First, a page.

NEW YORK, Jan 16 (IFR) - Market participants are increasingly turning their attention to the potential for a regime change in Venezuela, as shortages of basic goods and a prolonged slump in oil prices have turned up the heat on President Maduro.
As the authorities scramble to find additional resources to plug a widening external gap ahead of hefty debt redemptions this year, some have started to call into question Maduro’s ability to remain in power.
“There has been so much focus on the cashflow analysis and default risk and perhaps insufficient focus on political risk,” Siobhan Morden, head of Latin America strategy at Jefferies, wrote in a note to clients this week. “We cannot assume that the Maduro administration can politically survive through a protracted period of acute stagflation and widespread shortages.”
With oil prices expected to remain near multi-year lows - Goldman Sachs lowered its three-month forecast for Brent crude to US$42 a barrel from US$80 on Monday - financial pressures on the recession-hit country are mounting.
Moody‘s, which this week downgraded the sovereign by two notches to Caa3, said it expected Venezuela’s current account balance to swing to a deficit of 2% of GDP in 2015 - the country’s first yearly deficit since 1998.
In the bear-case scenario of oil prices averaging US$53 a barrel in 2015, analysts at Morgan Stanley estimate Venezuela will face a funding gap of about US$36bn this year - a far cry from the US$20bn-$25bn range most analysts were discussing just a month ago.
Piecemeal attempts at tackling the country’s economic crisis have so far done little to improve market confidence. Even Maduro’s announcement earlier in January of US$20bn worth of new financing agreements with China was played down as ineffective by many observers.
“People expected Venezuela to implement economic reforms and policy changes, but what we have seen is a political vacuum,” said Paolo Valle, a senior portfolio manager at Manulife Asset Management.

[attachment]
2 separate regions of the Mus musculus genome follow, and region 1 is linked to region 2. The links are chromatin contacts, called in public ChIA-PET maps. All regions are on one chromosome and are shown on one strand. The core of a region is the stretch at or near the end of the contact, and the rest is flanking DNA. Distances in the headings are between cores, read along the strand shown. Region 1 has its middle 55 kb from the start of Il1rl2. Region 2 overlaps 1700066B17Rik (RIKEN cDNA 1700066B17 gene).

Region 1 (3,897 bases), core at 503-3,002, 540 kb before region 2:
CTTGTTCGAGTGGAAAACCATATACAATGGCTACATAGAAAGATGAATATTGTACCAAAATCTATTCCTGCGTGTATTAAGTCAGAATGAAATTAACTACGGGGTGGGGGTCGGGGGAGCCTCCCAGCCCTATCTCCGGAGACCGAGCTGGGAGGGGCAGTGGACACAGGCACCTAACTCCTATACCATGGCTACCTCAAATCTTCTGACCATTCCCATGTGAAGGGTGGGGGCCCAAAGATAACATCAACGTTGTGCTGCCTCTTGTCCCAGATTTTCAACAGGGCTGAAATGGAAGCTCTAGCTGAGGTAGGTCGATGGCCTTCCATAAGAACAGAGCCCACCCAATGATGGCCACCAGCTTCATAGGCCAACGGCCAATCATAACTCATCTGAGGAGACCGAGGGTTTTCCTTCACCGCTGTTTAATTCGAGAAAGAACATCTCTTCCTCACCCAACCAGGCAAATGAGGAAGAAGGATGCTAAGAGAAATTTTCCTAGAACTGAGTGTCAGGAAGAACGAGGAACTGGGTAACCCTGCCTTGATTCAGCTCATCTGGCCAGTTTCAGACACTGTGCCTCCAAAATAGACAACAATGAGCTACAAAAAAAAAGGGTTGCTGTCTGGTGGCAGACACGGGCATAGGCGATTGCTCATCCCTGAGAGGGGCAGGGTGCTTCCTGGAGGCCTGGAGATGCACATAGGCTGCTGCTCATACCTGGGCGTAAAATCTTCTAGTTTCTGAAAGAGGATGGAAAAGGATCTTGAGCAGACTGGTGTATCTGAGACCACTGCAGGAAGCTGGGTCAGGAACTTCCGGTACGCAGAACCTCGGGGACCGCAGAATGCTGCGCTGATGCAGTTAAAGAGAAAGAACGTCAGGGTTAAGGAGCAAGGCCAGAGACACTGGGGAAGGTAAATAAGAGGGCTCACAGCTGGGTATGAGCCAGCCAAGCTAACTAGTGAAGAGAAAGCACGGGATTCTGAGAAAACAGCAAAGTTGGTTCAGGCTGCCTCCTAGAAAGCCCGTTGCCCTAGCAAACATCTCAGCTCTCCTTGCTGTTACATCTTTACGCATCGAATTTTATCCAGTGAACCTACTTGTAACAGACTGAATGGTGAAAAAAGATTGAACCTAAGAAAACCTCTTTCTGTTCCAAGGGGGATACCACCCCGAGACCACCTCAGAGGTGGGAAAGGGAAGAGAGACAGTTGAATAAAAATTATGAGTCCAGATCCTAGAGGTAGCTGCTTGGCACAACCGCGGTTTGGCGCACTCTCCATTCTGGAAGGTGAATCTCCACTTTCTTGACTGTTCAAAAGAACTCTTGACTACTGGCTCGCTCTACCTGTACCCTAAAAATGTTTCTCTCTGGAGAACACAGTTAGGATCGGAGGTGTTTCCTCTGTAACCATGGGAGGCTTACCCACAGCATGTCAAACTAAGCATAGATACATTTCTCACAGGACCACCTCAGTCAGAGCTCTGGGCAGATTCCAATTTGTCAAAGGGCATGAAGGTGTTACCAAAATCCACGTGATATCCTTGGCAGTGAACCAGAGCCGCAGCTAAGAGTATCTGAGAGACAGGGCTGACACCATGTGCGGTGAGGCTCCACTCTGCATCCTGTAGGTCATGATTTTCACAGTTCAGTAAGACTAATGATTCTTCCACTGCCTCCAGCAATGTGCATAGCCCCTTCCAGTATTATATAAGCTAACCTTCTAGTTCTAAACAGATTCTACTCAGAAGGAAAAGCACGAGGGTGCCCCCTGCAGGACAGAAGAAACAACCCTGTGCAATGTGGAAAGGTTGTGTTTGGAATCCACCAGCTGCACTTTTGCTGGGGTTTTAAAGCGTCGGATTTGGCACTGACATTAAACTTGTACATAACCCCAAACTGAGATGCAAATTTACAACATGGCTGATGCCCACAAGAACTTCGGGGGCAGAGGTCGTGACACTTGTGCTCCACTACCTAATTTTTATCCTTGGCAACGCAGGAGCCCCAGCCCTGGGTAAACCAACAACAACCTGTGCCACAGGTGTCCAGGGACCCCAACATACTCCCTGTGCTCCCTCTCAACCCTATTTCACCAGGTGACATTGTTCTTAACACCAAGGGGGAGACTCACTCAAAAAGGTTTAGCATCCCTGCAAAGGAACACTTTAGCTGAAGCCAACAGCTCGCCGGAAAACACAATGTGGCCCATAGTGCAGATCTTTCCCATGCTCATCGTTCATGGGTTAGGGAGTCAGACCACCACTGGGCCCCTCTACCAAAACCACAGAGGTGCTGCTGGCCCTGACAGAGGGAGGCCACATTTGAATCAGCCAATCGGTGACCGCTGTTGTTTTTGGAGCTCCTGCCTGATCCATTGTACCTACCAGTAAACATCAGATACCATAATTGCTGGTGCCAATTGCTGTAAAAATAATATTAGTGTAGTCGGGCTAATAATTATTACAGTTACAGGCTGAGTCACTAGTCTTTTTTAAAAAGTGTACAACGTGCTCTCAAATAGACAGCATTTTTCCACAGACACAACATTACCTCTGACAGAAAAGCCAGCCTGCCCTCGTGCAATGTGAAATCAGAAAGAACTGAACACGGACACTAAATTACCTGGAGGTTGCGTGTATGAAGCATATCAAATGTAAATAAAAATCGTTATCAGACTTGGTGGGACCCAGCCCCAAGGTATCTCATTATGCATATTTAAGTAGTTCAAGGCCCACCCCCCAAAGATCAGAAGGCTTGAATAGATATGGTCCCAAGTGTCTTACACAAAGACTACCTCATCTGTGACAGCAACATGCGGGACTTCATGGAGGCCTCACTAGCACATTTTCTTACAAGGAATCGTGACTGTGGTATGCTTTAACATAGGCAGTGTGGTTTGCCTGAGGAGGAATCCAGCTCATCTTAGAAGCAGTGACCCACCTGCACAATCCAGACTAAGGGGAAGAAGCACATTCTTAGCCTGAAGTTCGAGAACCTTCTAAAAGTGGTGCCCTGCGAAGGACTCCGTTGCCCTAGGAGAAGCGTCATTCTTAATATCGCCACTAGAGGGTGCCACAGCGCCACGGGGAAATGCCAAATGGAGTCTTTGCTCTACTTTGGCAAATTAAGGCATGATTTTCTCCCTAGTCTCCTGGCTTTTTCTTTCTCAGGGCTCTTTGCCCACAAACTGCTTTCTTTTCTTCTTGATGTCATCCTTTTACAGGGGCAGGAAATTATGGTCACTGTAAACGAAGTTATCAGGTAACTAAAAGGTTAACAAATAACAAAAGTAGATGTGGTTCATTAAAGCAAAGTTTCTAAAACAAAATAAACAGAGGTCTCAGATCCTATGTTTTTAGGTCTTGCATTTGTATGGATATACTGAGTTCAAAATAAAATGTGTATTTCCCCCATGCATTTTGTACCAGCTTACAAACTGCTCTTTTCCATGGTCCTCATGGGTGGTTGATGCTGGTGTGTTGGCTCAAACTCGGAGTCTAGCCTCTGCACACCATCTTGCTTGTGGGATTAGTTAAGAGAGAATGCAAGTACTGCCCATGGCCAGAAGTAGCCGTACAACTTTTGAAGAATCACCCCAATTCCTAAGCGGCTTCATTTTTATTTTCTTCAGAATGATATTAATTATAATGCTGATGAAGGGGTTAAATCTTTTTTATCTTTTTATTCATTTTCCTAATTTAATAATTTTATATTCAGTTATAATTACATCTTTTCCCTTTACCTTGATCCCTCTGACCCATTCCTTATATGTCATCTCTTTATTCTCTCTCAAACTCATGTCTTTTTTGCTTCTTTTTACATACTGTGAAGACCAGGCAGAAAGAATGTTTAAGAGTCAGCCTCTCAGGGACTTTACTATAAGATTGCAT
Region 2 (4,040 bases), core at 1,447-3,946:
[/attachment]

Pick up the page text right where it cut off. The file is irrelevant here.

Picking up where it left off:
“Any deal (involving China) is going to have clauses and restrictions and the money is not likely to be paid up front,” said Valle, whose firm is “severely underweight” Venezuelan debt.
Widespread discontent has already led to scattered confrontations between police and protesters, while Maduro’s approval ratings declined to 22% in December - an historic low for so-called Chavismo.
Most analysts believe a default by the sovereign is not likely before at least the fourth quarter - when the country faces its largest debt payments this year. Yet many have highlighted the potential consequences of increased social unrest before then.
“A scenario of an exit of President Maduro because of the escalation of social conflict, voluntary resignation or a replacement due to a rebalancing of forces inside Chavismo cannot be discarded,” Barclays analyst Alejandro Arreaza wrote in a note to clients this week.
Risk consultancy Stratfor, meanwhile, has gone so far as to suggest that military commanders and auxiliary security forces could prevent Maduro from returning to power once he concludes a series of state visits abroad.
While a regime change could potentially open the doors to a more market-friendly administration, hopes for a rebound in Venezuelan bond prices remain low.
“I think the Venezuela story is 100% about oil,” said a New York-based portfolio manager. “If you don’t think oil prices bottom here, no amount of better economic policy or hopes for regime change are going to support prices.” (Reporting by Davide Scigliuzzo; Editing by Matthew Davies and Paul Kilby)